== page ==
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Off His Rocker?


A baseball player who uttered some uncouth, even bigoted, remarks about various groups of people in New York City was ordered to undergo psychological testing – and possibly treatment – by his employer, Major League Baseball (MLB). John Rocker, an awesome relief pitcher with the Atlanta Braves, has apologized for his statements in a Sports Illustrated interview, but that apparently isn’t good enough.

Let’s begin by noting that Major League Baseball is a private organization. It should be free to set its own rules and disciplinary procedures. Since it depends on attracting fans to the ballpark, it has an interest in discouraging conduct that might alienate potential ticket purchasers. Thus this affair is a private matter. If Rocker believes his contract has been violated, he can go to court and have the issue resolved. So far the government is not directly involved and it should stay out of it.

But beneath the surface there is a sense in which the government and its long-time accomplice, the mental health establishment, is already deeply involved. This unholy alliance has for years promulgated the doctrine that behavior – including verbal behavior, that is, speech – can be a sign of mental illness, or what they also call “brain disorders.” While much peaceful behavior and nearly all speech is normally off-limits to government, all bets are off when offensive conduct is characterized as “sick.” Then government and its deputized psychiatrists and mental health workers have something approaching carte blanche in dealing with offenders. No wonder Major League Baseball assumes Rocker is mentally ill because of his impolite utterances. It’s part of the culture.

The belief that disapproved conduct and speech can be a symptom of illness justifies a huge tax-funded mental health establishment that violates the rights of citizens, those “diagnosed” as sick as well as those who must foot the bill. This is no minor threat. What the government could never get away with in other contexts, it is given free rein to do when mental health is invoked. People can be confined to mental institutions or compelled to take drugs if they are diagnosed as mentally ill. The power of the state is at the disposal of those who believe conduct is a symptom of disease. In the name of mental health, people who have violated no one’s rights can be coerced, while those who have violated rights can be absolved of guilt by reason of insanity. That doesn’t mean they necessarily go free; they may instead be “hospitalized” – though the doors are locked just the same.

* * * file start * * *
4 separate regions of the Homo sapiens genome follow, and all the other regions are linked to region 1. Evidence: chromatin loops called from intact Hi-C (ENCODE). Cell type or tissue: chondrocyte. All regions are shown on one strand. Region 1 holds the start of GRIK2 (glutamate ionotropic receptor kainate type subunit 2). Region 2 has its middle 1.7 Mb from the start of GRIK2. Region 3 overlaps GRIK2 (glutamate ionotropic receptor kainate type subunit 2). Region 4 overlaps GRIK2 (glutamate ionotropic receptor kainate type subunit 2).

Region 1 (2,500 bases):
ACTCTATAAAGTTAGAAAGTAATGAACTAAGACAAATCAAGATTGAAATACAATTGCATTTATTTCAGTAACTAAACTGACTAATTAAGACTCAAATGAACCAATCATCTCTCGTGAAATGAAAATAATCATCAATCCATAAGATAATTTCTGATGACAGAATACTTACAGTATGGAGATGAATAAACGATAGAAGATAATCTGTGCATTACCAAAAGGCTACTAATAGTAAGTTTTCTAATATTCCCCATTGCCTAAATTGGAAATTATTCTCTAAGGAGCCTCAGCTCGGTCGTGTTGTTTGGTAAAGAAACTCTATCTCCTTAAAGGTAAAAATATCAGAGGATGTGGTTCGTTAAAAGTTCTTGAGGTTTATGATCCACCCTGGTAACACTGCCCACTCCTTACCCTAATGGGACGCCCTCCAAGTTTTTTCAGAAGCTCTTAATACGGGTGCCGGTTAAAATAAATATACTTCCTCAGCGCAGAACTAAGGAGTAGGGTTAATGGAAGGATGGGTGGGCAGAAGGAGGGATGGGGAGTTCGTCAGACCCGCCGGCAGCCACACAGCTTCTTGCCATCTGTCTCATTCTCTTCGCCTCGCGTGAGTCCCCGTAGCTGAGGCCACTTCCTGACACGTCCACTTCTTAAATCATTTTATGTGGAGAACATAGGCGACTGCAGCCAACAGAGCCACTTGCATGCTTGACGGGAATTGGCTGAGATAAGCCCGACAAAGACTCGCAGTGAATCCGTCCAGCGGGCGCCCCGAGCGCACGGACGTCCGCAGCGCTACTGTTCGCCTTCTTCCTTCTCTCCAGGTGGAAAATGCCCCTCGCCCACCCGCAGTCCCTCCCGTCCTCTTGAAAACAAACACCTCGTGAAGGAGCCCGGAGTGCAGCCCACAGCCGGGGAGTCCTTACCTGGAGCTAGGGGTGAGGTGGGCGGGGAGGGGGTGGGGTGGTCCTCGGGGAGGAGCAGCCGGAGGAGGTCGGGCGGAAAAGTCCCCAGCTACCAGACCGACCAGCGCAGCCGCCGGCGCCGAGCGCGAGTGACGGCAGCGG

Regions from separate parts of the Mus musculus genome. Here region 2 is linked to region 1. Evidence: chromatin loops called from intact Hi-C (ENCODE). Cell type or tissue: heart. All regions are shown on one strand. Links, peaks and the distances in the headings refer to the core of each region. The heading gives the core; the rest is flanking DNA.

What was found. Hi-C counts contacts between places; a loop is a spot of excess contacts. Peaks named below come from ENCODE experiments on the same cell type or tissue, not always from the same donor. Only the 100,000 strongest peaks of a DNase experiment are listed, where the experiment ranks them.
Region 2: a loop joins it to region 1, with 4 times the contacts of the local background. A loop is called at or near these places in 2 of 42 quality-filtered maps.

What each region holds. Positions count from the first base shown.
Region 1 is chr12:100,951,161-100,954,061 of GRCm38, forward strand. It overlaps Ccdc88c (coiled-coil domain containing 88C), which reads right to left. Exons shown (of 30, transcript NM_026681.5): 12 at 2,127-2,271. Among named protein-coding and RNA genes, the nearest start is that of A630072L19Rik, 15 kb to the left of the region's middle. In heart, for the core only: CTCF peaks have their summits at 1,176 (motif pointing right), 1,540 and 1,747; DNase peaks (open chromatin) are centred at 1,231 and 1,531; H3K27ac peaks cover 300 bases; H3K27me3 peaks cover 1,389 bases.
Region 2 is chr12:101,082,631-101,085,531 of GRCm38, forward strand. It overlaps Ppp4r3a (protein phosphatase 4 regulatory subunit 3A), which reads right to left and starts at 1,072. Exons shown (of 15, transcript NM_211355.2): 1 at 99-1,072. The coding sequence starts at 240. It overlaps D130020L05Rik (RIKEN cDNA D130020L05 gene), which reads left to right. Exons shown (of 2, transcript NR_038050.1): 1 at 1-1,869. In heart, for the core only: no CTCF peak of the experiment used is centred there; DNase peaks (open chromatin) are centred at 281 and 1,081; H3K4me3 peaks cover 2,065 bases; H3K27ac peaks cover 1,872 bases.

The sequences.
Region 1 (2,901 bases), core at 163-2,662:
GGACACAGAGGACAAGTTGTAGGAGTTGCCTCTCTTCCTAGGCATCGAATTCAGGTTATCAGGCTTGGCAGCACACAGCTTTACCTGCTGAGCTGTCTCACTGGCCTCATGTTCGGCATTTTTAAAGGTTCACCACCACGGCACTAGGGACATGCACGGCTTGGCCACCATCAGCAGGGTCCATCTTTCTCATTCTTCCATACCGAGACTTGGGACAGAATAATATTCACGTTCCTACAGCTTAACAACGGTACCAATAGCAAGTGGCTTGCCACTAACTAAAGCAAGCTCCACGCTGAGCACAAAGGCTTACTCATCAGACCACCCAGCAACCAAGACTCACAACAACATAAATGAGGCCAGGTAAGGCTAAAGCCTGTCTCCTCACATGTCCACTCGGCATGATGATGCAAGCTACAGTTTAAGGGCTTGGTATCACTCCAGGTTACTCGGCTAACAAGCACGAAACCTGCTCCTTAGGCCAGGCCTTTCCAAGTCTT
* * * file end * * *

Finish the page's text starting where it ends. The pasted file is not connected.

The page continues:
Observe the irony: Rocker stands accused of saying things that dehumanize the members of the groups he referred to. In response, MLB – and the mental health establishment – dehumanizes Rocker by claiming he’s out of his mind!

The threat to liberty

It is basic to libertarianism that individuals are to be free to say and do whatever they want as long as they do not violate anyone’s rights through physical force or fraud. Yet we live in an environment where the force of the state can come down on a person who has violated no one’s rights – in the name of mental health. That is dangerous and should not be overlooked by champions of liberty. As Thomas Szasz points out, the secular nature of the mental health doctrine seems to have disarmed people who otherwise would be sensitive to government incursions against peaceful individuals. People put up with things they would never tolerate if they were done in the name of religion.